Spanish flu: How Belfast newspapers reported 1918 pandemic
Just over a century ago, a highly-infectious disease swept around the world causing major public health problems in many countries, including Ireland.
Spanish flu was a pandemic that peaked in 1918, heaping more death and misery on populations already devastated by World War One.
It is believed to have infected about a third of the global population and caused about 50 million deaths worldwide.
That final death toll is disputed and very difficult to verify, but in Ireland alone Spanish flu is estimated to have caused or contributed to 23,000 deaths.
Despite its name, Spanish flu did not originate in Spain. The label stuck because Spanish newspapers were the first to report the outbreak.
Spain was a neutral nation during World War One, so its journalists did not face the same censorship as those working in countries involved in the conflict.
The deadly flu hit pre-partition Ireland in three waves, according to historian and author Ida Milne who has spent years researching the impact of Spanish flu across the island.
Belfast was hardest hit in the first wave in May 1918, she explained, whereas the flu peaked in many southern areas in the autumn.
So how did Belfast newspapers report what turned out to be the worst pandemic of the 20th Century?
With the benefit of 20/20 hindsight, given what we now know about the devastating impact of Spanish flu, it received relatively sparse coverage in Belfast's dailies in 1918.
It should be pointed out that in the dying days of World War One, editors were rarely, if ever, stuck for dramatic headlines.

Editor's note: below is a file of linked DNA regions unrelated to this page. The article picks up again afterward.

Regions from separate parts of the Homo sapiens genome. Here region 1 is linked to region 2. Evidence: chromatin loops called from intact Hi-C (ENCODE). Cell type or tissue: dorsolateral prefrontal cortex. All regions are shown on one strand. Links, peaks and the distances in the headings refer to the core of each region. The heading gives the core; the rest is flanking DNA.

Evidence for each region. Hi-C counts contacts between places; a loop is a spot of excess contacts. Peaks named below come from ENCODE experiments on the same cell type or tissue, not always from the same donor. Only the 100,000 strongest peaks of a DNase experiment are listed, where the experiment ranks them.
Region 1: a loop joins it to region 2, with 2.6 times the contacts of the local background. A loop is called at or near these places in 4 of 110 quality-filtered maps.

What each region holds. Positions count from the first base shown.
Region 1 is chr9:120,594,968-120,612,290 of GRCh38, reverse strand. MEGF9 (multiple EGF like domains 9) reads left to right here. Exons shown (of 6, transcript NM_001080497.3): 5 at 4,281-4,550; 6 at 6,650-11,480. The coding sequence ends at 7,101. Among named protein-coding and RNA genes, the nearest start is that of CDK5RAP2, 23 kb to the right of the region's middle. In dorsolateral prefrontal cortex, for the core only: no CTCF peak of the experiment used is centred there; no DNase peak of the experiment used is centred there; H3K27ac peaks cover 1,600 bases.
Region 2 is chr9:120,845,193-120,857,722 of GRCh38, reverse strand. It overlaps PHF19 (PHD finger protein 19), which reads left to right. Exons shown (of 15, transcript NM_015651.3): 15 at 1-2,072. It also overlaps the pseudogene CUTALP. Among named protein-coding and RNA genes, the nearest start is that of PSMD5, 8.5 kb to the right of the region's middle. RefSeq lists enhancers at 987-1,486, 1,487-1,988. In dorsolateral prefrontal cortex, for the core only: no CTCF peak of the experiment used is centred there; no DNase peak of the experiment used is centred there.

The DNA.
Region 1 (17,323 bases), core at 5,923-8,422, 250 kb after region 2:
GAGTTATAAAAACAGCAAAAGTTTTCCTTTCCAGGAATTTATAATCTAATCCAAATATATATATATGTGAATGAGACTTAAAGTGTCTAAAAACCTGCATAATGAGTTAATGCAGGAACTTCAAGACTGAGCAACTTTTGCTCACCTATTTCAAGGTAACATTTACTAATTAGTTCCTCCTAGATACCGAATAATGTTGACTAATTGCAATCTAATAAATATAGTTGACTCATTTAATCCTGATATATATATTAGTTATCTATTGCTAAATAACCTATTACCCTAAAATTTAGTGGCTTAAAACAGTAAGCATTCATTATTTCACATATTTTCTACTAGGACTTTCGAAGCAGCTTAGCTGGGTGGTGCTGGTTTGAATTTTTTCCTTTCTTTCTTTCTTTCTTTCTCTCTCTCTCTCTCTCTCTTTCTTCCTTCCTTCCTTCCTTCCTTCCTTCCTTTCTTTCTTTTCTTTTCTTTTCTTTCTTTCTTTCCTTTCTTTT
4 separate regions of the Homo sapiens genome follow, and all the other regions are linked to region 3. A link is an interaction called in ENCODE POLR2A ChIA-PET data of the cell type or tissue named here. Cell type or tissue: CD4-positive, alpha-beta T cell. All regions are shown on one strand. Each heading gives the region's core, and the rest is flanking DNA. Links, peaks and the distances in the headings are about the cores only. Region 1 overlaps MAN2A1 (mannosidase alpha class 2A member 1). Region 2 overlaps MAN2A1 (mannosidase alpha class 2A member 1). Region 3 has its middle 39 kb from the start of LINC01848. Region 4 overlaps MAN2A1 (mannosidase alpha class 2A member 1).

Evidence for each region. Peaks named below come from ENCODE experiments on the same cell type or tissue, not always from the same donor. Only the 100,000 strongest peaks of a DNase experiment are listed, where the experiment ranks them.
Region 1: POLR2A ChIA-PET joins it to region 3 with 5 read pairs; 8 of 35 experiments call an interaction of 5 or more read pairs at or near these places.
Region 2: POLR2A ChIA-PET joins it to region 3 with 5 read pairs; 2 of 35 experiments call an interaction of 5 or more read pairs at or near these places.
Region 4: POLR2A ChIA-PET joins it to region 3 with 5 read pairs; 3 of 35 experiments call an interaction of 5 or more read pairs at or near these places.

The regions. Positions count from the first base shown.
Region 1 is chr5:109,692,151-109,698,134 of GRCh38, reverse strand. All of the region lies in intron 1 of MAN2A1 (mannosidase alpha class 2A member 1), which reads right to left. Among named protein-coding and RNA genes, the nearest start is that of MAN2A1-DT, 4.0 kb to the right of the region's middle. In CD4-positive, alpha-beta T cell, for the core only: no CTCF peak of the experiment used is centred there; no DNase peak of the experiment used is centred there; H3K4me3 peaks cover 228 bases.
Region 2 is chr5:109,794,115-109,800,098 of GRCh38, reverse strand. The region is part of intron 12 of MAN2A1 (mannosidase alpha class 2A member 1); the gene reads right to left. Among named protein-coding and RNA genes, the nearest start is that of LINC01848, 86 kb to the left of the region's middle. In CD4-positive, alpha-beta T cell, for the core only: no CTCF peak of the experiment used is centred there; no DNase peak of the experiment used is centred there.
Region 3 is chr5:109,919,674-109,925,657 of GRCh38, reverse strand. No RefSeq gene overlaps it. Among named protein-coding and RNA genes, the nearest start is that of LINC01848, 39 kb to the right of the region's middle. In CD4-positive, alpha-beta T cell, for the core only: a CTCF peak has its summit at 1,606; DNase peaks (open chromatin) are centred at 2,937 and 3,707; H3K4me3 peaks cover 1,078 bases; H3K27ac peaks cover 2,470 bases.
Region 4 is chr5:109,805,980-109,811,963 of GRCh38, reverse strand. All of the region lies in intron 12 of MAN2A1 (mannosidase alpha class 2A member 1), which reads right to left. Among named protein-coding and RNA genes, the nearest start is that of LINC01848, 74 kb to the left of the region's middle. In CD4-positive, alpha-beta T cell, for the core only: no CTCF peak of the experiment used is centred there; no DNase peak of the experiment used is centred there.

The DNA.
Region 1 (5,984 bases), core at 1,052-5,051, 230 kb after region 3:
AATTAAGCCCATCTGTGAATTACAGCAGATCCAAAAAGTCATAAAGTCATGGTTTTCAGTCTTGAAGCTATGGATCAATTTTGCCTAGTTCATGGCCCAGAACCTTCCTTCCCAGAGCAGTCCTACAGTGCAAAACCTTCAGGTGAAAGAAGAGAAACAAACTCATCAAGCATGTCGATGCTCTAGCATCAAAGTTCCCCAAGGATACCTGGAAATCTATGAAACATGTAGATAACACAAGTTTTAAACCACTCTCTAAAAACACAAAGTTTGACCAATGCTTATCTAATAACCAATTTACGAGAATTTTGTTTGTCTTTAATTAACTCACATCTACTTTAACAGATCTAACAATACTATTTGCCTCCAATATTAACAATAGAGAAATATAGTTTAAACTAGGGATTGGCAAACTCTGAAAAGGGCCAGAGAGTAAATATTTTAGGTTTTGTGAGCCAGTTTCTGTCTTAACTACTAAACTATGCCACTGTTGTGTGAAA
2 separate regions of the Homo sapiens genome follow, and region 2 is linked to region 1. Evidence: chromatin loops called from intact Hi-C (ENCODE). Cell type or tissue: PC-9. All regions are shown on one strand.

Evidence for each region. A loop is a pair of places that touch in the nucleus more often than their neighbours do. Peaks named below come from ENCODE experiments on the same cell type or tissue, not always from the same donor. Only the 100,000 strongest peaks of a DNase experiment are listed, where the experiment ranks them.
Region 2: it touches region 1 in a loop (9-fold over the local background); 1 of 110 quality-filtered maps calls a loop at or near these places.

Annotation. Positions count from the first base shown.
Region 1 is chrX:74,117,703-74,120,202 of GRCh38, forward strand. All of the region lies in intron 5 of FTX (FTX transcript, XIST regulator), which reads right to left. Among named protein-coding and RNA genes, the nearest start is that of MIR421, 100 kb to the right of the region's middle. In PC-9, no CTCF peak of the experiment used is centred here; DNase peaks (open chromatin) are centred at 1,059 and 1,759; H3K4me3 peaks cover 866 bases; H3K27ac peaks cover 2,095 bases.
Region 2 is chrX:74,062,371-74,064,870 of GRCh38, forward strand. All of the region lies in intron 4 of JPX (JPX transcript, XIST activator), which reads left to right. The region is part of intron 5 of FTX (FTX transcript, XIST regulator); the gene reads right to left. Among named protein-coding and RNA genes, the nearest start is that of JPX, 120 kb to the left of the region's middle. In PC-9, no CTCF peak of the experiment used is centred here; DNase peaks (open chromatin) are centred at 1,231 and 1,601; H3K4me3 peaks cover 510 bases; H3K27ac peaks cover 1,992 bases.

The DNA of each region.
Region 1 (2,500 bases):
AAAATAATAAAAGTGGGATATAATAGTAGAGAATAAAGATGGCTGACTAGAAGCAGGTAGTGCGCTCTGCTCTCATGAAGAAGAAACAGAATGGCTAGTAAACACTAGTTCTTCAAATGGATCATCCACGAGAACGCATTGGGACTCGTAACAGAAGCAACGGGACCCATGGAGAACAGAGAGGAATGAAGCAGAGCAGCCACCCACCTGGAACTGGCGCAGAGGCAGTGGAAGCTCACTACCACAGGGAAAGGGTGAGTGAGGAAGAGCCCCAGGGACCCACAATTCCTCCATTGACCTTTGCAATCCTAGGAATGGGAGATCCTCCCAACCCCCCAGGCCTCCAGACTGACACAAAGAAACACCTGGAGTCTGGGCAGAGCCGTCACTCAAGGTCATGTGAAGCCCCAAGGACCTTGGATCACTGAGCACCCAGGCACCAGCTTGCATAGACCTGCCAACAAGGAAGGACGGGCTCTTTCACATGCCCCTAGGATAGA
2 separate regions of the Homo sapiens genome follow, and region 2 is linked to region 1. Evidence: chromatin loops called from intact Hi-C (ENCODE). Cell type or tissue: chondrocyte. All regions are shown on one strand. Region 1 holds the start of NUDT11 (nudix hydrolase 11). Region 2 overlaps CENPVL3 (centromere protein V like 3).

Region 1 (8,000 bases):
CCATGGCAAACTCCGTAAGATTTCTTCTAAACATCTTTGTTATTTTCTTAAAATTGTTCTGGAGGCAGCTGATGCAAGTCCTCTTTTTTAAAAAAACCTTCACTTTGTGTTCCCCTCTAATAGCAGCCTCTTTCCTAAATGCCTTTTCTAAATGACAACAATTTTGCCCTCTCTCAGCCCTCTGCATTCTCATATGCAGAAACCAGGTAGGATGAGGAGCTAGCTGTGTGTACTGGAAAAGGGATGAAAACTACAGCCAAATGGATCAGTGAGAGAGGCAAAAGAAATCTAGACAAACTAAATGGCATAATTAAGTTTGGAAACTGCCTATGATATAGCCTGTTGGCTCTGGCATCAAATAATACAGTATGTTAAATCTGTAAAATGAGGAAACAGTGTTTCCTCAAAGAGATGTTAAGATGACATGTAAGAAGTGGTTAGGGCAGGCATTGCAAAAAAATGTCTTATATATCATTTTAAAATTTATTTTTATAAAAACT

As the Allies advanced to victory, Belfast's newspapers were filled day after day with incredibly detailed reports from battlefields in France, Germany, Italy, Palestine and further afield.
The first substantial mention of a problem developing on their own doorstep was on 11 June 1918.
The Belfast Evening Telegraph and the News Letter each devote just a few column inches to an "influenza epidemic" in Belfast.
The News Letter reported that about a dozen schools were closed and several businesses were affected due to the number of workers who had fallen ill.
But editors were clearly concerned about being accused of scaremongering.
"There is no reason for the general public to become unduly alarmed, and the rumours currently in the city may be accepted with the proverbial grain of salt," the Telegraph advised.
Keen to keep things in perspective, the paper stated the general view from the medical profession was "against the outbreak being any serious disease".
Ms Milne, who lectures on European history at Carlow College, is not surprised that the specific threat was not immediately obvious in 1918.
'So used to death'
Death from a range of infectious diseases like tuberculosis, bronchitis, measles or scarlet fever were a common occurrence at the time, she explained.
"TB was a massive killer... and at those stages they had no antibiotics to counter bacterial pneumonia, so there were thousands of deaths on the island from that," she said.
"The background level of disease was so high that I think in some ways Spanish flu wasn't recognised within communities for what it was - with the same lens that we look back today and see that it was a big disease event - because they were so used to death within families."
Inside a week however, the Telegraph declared that "Berlin has Belfast's epidemic" and stated the disease has become known as "Spanish influenza".